Posted by JedMarum on Saturday, March 21, 2009
I do play banjo at home most days and I use it in my music work at concerts and some festivals; that is to say at those places where the "sound" environment is good and there's a pro-audio guy at the mixing console. But in the riskier sound environments, where time to set up is short, where there are noisy pub issues to solve or where I simply don't have faith in the guy at the mixer - I wind up leaving the banjo in the truck!
My guitars are modern, well built instruments with great electronics. I can plug 'em in and dial-up a pretty decent sound in moments. They tune well and quickly and and handle the hard playing of live performance. My banjos, on the other hand do not have good electronics. They have a weak signal from the pick-ups and require good electronics and skill at the console to get a good sound. They tune OK, but they don't stand up to the hard playing of live performance.
I know these problems are solvable. There are good pick-ups and mics out there and I can sort out the setup issues to suit my hard playing style better - but in truth, I need to solve my basic instrument issue first. I need to decide which banjo is going to be my "main squeeze" and then be sure it is set up for use in the music world I live in. For the last few years I've enjoyed experimenting with my:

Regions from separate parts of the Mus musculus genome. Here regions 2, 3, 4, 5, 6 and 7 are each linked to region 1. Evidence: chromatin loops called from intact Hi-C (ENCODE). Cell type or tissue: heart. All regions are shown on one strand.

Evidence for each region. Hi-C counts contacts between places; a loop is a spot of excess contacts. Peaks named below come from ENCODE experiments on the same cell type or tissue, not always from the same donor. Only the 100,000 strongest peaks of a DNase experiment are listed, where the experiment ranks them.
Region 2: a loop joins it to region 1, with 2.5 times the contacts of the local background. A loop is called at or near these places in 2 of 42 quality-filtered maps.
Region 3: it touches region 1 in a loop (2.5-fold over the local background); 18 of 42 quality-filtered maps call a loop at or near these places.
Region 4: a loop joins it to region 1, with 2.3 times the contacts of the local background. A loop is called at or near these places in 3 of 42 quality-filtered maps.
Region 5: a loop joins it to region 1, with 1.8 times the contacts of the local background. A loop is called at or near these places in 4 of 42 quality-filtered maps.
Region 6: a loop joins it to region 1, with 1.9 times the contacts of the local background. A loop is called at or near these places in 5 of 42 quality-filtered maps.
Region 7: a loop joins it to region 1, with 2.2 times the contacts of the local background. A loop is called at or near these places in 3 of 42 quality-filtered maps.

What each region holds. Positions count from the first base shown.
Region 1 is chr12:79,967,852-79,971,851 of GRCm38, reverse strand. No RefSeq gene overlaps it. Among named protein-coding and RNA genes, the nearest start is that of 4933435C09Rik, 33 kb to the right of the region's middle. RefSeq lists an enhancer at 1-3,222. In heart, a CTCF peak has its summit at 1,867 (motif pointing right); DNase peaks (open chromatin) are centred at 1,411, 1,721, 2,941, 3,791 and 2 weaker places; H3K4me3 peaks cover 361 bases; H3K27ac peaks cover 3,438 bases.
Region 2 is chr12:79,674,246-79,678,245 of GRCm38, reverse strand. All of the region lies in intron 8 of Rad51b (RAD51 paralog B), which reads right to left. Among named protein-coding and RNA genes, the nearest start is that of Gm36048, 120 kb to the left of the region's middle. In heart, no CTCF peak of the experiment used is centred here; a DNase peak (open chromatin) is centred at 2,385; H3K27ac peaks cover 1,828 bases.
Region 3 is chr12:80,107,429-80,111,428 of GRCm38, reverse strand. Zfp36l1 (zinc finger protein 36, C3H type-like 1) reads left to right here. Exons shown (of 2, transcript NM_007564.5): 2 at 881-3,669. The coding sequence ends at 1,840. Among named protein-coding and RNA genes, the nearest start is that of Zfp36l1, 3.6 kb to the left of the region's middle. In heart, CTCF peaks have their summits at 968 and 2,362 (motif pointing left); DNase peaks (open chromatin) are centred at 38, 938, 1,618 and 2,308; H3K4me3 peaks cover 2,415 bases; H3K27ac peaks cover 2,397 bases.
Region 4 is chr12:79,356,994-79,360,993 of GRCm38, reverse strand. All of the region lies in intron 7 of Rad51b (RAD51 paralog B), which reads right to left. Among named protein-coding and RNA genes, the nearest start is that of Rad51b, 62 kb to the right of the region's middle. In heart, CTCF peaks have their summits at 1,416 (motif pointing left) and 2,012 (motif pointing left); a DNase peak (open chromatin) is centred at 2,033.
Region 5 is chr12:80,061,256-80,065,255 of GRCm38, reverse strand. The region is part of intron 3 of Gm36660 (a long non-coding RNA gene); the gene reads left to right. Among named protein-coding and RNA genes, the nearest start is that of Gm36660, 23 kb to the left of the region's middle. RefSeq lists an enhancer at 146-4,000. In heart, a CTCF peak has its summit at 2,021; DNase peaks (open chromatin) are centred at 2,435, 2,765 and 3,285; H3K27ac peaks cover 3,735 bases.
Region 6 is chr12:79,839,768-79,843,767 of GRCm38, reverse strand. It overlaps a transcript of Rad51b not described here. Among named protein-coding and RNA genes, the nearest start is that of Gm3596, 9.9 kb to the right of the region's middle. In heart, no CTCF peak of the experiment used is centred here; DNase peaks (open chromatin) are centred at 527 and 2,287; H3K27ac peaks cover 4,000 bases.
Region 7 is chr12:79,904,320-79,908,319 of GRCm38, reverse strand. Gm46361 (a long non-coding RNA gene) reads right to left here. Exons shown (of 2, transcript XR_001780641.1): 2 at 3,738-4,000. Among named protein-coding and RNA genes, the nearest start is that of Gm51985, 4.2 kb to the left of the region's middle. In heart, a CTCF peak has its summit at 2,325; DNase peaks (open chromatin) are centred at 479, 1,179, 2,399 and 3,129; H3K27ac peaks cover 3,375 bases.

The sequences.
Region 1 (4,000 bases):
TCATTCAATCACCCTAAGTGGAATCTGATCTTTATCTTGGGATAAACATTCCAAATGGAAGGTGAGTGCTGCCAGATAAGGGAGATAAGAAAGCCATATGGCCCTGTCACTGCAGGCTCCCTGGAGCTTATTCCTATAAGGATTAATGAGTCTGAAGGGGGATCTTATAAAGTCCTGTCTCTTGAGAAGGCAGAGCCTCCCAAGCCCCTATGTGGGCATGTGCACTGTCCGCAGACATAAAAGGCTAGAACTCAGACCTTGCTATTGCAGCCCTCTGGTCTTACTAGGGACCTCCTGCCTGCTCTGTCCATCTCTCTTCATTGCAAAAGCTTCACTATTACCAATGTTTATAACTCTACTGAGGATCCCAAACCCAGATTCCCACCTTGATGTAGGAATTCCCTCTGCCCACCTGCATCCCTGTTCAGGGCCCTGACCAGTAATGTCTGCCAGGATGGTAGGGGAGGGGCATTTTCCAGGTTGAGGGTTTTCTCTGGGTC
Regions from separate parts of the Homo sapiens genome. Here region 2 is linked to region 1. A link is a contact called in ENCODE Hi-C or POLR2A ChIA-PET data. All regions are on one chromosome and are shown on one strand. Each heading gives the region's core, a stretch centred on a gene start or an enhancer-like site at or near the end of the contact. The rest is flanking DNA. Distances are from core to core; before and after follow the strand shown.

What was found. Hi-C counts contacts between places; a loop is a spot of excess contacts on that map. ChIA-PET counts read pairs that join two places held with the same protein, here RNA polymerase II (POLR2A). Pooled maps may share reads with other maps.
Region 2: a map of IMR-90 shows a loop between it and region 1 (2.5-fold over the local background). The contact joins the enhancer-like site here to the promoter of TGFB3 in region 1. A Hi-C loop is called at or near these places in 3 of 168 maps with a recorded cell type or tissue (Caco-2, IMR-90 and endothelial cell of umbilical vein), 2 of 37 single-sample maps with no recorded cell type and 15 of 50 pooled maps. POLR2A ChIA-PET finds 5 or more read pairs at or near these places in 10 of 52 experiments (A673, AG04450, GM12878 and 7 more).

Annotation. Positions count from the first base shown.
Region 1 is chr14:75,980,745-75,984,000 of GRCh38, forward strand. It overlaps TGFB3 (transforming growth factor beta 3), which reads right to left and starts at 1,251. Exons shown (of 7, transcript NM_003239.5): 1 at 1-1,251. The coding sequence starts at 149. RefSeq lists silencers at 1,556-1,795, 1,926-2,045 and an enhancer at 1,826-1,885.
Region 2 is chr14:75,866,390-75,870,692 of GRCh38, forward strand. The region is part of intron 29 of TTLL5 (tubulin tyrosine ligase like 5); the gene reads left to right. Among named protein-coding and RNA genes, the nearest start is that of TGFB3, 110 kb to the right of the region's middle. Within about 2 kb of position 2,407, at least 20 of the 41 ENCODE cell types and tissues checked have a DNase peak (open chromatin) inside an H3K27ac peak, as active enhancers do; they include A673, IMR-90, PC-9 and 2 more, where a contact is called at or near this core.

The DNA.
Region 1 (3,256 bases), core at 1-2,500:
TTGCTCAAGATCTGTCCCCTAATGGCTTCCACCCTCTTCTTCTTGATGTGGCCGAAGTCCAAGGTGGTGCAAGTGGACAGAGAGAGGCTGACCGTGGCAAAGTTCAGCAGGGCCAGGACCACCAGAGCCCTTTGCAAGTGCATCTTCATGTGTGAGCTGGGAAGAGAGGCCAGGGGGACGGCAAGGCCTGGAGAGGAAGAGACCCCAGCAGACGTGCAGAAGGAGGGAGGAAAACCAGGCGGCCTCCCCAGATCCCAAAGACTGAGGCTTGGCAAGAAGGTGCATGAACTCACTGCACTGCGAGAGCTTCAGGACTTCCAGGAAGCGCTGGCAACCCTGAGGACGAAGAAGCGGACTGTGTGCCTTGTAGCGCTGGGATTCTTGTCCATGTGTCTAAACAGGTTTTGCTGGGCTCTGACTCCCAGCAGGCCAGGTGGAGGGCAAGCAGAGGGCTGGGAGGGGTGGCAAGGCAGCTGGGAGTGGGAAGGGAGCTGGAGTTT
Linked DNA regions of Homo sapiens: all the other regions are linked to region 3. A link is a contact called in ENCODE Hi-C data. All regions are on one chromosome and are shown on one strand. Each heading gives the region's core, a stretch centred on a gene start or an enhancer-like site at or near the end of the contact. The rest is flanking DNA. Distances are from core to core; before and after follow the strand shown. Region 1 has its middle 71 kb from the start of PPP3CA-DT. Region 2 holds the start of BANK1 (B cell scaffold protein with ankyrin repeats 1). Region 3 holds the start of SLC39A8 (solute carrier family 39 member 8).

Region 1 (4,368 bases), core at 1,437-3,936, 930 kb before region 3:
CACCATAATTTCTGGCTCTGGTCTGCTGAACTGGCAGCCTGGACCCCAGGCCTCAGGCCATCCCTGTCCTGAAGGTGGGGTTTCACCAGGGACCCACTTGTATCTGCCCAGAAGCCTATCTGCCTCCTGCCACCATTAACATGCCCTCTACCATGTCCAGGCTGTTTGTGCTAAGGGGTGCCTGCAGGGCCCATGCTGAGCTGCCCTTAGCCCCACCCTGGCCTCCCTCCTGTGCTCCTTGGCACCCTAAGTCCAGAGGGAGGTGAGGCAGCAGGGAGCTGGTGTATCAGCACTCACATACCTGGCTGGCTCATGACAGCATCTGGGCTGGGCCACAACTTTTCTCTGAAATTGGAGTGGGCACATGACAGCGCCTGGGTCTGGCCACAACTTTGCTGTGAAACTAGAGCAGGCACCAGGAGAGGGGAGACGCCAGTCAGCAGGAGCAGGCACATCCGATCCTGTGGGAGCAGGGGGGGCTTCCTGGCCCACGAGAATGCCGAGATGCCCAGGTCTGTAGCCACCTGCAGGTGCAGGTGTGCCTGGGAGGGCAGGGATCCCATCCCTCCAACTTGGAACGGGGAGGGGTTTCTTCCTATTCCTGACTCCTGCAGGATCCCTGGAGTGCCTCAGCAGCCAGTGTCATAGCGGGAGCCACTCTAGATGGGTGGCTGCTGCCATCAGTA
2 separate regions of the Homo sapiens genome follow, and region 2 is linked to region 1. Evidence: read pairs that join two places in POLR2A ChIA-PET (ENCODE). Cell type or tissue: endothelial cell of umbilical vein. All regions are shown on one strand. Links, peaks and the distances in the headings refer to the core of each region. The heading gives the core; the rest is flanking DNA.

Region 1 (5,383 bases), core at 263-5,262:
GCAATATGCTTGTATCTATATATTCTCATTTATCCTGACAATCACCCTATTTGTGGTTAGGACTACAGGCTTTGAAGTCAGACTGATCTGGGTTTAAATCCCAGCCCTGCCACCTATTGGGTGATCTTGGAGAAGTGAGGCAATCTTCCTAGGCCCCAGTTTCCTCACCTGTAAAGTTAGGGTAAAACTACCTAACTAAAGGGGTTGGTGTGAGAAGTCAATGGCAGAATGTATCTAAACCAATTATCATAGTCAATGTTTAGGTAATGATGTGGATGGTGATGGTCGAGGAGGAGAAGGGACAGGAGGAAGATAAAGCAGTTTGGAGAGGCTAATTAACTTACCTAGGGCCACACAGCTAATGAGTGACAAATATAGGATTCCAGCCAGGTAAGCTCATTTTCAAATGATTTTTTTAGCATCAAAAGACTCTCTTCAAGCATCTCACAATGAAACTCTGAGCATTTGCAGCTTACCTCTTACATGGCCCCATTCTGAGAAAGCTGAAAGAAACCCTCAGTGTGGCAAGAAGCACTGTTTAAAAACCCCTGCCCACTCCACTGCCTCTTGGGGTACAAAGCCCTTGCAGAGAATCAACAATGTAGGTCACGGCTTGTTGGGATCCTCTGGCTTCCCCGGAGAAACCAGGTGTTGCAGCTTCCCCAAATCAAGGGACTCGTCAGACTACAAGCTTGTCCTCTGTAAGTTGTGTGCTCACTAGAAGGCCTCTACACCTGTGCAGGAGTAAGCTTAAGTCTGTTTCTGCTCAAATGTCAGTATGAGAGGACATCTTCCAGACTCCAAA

I've decided I am an open back guy. I also prefer the metal tone ring sound. I've played a few that I really like, but I have to say I love the Chuck Lee banjos I've played and set my sights on getting one in the next year or so. Then I need to solve the electronics and the set-up, but the good news is; banjos pick-up well with a mic or a pick-up so I have good choices in this matter. And set-up, well I'll trust Chuck Lee or my guitar repair guy to give me good advice here.
Now - all that's required is the funding! But that's a problem for another day!
Saturday, March 21, 2009 @4:08:20 PM
Hi, Jed... I suggest a McIntyre Feather piezo pickup, placed about an inch away from the bridge on the underside of the head in a straight line from the bass foot of the bridge. Run the McIntyre into a good pre-amp- I like the Fishman. For amplification, I found that a keyboard amp with a 15" woofer and a good short horn tweeter works the best. I used a Peavey KB300 for over 18 years until I quit playing in public. I EQ'd all the midrange out, kept the treble and bass flat. Tweak to your own ear. The KB300 weighs about 100 lb.- a hassle, but it never failed to deliver the goods, and I could play at the same level as an average electric guitar in any gig. I haven't tried a lot of the brand new acoustic amps, but I've found that the 15" speaker in any I've tried makes a big difference. I used the Peavey to amp my acoustic guitars, too, and sometimes used it as a 1-piece P.A.- it had 3 channels.
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